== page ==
In at least one set of sections, nonimmune mouse IgG (20 μg/mL, CBL 600; Chemicon) was used in place of the primary antibody, and sections were processed otherwise in parallel. Another set of sections was stained with hematoxylin and eosin for histologic analysis. All sections were counterstained with Mayer’s hematoxylin (Sigma-Aldrich, St. Louis, MO), washed in distilled water, and mounted using aqueous mounting medium (Faramount; Dako). 
Analysis
Slides were analyzed by light microscopy. Immunostaining was graded as 0 (none), 1 (low), 2 (moderate), or 3 (intense) in high power (400×) fields of each section multiple times by two independent observers, and the median score was obtained. Standard grading photographs are in Figure 1 . To define the “center” and “periphery” of the membranes, each membrane section was visually divided into four equal lengths along the longitudinal axis. The outer two segments were defined as the periphery and the inner two segments as the center, as demonstrated in Figure 2 . Well-defined ringlike clusters or linear patterns of endothelial cells were counted as vessels. The number of vessels per unit membrane area (abbreviated to “vessel number” throughout) was calculated as the sum of the number of CD31-staining vessels per high-power (400×) field in adjacent, nonoverlapping fields covering the entire center or periphery divided by half the total membrane area. Vessel cross-sectional area per unit membrane area (abbreviated to “vessel area” throughout) was calculated as the sum of the luminal cross-sectional areas within CD31-staining vessels noted in adjacent, nonoverlapping high power (400×) fields covering the entire center or periphery of the CNVM, divided by half the total membrane area. Vessel and membrane areas were measured on computer (OpenLab 2.2.5; ImproVision, Lexington, MA). 
Intra- and interobserver agreements on immunostaining grades, as determined by calculating weighted κ values, were good (κw = 0.60–0.63). Spearman rank correlation coefficients were computed to determine the association between CD31 immunostaining grade and vessel number or vessel area. To evaluate the difference between immunostaining grades (or vessel number or vessel area) in the center versus the periphery of the CNVMs, Wilcoxon signed-ranks tests (or two-tailed paired t-tests) were used. To analyze the difference in immunostaining grades (or vessel number or vessel area) in the periphery of the membranes between groups with 0, 1, or 2 PDT treatments, the Kruskal-Wallis test (or one-way ANOVA) was used. Statistical analysis was performed on computer (Analyse-It Software, Leeds, UK). 
Results
Histopathology
Consistent with previous histopathologic studies of CNVMs surgically excised from patients with AMD with and without prior PDT, 1 2 19 20 21 light microscopy analysis demonstrated that all 10 subfoveal CNVMs contained endothelium-lined vascular channels, RPE cells with clumped pigment, fibrocytes, and acellular fibrous connective tissue. Some specimens also contained portions of rod outer segments (patients 1, 5, 6) and photoreceptors (patient 6). A few sections contained extravasated blood, most notably those from patients 2 and 10. The central portions of the CNVMs generally appeared more fibrotic, whereas the peripheral edges were more cellular (Fig. 2)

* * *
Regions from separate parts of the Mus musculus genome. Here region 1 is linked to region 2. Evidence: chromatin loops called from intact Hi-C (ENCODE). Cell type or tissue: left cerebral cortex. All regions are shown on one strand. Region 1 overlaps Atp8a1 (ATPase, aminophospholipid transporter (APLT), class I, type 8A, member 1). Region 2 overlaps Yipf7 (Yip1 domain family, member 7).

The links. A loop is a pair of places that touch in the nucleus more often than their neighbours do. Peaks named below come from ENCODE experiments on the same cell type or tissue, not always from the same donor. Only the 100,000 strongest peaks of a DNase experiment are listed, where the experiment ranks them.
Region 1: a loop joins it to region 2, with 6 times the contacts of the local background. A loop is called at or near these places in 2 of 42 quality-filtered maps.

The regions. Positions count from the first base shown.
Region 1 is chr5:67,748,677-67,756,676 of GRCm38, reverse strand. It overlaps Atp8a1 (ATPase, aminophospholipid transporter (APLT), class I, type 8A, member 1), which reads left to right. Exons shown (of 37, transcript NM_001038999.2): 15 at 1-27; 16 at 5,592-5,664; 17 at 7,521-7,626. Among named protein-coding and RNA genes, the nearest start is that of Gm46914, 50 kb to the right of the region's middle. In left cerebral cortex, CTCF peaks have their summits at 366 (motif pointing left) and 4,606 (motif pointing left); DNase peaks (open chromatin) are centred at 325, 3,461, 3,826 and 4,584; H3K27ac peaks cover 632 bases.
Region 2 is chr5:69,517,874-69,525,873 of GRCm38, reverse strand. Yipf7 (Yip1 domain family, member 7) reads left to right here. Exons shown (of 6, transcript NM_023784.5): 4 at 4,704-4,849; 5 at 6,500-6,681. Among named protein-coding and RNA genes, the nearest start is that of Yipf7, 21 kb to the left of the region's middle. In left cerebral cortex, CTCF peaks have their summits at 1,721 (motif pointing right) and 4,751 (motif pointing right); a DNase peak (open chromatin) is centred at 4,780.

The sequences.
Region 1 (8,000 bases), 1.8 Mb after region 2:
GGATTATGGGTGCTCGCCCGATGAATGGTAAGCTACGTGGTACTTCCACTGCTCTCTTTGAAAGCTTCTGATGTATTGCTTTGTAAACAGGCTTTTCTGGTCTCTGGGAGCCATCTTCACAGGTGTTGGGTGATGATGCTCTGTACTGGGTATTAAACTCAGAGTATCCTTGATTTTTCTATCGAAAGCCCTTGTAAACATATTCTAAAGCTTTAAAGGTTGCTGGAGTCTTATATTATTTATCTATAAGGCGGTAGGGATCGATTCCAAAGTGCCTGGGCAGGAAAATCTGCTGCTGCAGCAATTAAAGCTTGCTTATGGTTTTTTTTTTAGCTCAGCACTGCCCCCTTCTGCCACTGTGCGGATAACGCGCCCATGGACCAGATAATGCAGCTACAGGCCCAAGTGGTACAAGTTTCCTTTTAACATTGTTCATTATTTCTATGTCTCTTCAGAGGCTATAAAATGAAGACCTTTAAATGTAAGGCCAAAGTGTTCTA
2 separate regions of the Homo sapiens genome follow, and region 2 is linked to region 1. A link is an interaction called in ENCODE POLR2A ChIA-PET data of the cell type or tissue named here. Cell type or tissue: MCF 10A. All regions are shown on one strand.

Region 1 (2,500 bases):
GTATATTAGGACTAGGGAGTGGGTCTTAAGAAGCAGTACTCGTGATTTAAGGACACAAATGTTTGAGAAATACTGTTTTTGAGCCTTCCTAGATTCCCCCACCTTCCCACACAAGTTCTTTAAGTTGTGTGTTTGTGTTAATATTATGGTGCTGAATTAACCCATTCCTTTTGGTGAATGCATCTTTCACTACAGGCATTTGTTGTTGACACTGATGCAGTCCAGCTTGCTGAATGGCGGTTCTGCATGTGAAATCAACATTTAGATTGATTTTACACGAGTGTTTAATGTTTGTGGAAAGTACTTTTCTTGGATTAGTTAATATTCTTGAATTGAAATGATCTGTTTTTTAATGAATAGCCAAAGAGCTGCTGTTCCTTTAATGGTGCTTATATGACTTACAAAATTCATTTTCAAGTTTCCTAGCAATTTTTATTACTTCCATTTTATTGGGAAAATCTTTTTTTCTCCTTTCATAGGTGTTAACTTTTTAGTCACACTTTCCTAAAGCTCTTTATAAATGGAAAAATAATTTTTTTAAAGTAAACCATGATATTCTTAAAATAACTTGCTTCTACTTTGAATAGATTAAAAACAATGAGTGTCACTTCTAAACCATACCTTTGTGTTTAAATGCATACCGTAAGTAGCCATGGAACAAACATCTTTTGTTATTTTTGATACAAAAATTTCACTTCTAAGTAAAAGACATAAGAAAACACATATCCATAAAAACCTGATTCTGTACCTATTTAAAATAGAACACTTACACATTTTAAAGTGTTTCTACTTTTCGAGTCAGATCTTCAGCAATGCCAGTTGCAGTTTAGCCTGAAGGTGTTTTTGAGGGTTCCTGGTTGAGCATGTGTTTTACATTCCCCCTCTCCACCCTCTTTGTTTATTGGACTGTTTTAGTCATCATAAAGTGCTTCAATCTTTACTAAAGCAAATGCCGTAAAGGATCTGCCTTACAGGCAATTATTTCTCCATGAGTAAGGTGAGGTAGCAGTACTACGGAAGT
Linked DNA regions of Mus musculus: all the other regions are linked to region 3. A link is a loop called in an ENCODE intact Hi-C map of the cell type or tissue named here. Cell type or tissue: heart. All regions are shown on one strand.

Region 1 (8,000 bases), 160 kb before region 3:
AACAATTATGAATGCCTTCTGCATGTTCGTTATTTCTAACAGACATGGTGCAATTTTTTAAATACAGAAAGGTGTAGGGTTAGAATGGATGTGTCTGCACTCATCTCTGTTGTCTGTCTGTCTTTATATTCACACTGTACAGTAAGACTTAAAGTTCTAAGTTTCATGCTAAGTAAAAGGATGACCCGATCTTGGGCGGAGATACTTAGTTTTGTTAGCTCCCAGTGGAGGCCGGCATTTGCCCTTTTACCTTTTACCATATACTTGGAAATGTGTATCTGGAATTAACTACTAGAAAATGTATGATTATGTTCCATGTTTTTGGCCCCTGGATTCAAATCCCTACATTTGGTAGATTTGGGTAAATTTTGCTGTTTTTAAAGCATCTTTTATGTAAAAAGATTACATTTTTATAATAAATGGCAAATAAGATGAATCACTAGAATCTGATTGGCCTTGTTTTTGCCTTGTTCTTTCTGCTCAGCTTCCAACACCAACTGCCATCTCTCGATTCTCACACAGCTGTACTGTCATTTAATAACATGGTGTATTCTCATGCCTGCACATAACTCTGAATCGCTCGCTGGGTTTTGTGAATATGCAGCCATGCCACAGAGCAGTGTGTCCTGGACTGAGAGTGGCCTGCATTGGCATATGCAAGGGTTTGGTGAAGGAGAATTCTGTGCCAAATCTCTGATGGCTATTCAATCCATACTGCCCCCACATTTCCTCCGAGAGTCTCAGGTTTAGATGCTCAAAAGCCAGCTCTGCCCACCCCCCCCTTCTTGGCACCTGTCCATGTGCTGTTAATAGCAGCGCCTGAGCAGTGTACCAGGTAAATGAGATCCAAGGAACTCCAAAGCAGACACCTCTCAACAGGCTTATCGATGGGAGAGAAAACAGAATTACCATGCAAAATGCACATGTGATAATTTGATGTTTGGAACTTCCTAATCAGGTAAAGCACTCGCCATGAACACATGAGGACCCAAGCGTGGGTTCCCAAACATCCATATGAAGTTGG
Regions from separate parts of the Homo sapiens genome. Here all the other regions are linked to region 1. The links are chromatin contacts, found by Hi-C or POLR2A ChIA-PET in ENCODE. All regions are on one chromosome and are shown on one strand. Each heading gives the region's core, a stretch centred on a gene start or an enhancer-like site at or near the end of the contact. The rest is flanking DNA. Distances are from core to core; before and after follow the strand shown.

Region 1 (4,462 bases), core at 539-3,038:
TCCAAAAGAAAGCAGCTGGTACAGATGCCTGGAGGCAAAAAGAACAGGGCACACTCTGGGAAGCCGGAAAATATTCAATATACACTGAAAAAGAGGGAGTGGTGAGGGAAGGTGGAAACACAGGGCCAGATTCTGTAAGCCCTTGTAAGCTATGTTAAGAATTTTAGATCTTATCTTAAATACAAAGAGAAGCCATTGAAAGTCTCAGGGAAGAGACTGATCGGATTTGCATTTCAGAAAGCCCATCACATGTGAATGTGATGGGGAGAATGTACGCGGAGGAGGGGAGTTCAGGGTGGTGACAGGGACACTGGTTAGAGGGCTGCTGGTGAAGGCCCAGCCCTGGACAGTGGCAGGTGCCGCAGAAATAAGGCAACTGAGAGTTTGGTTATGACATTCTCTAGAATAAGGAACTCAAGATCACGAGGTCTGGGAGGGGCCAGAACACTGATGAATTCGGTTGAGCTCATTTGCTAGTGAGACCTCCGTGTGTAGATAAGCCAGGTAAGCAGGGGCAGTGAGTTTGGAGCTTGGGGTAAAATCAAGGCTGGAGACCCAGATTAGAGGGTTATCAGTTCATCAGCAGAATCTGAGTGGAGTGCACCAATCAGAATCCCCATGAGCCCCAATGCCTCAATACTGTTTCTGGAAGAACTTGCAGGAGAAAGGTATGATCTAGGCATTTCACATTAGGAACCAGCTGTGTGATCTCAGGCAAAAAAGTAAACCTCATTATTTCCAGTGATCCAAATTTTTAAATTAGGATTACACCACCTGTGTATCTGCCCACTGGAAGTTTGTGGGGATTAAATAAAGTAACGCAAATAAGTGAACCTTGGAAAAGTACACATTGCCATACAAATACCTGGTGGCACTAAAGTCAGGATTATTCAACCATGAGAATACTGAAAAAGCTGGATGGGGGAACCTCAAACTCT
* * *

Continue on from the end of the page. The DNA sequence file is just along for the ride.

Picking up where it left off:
CD31
In the subfoveal CNVMs, CD31 immunostaining was observed discretely on all noted vascular endothelia, consonant with its use by others as a sensitive and specific marker of vessels. 22 23 The anti-CD31 antibody stained large patent vessels and small patent and nonpatent vessels. When the CD31 immunostaining grade was compared with the vessel number, there was a significant positive correlation (r s = 0.76, P = 0.01). CD31 immunostaining grade also correlated roughly with vessel area (r s = 0.60, P = 0.06). 
The majority of specimens contained predominantly small vessels (patients 1, 2, 4, 5, 7, 9, 10), whereas one third contained a mix of small and larger patent vessels (patients 3, 6, 8). When larger vessels were present, they consisted of endothelially lined channels occasionally surrounded by pericytes. Larger vessels tended to be fewer in number and localized to the central, more fibrotic portions of the CNVMs (Fig. 2 , top, center). Smaller vessels appeared more numerous and clustered in the peripheral regions of the CNVMs (Fig. 2 , top, periphery). The general histologic pattern of numerous small vessels in the periphery and few large vessels in the center is reflected in the significantly greater number of vessels in the periphery than in the center (116/mm2 vs. 81/mm2, P = 0.05) without a significant difference in vessel area between the periphery and the center (12.3% vs. 13.8%; Table 1 ).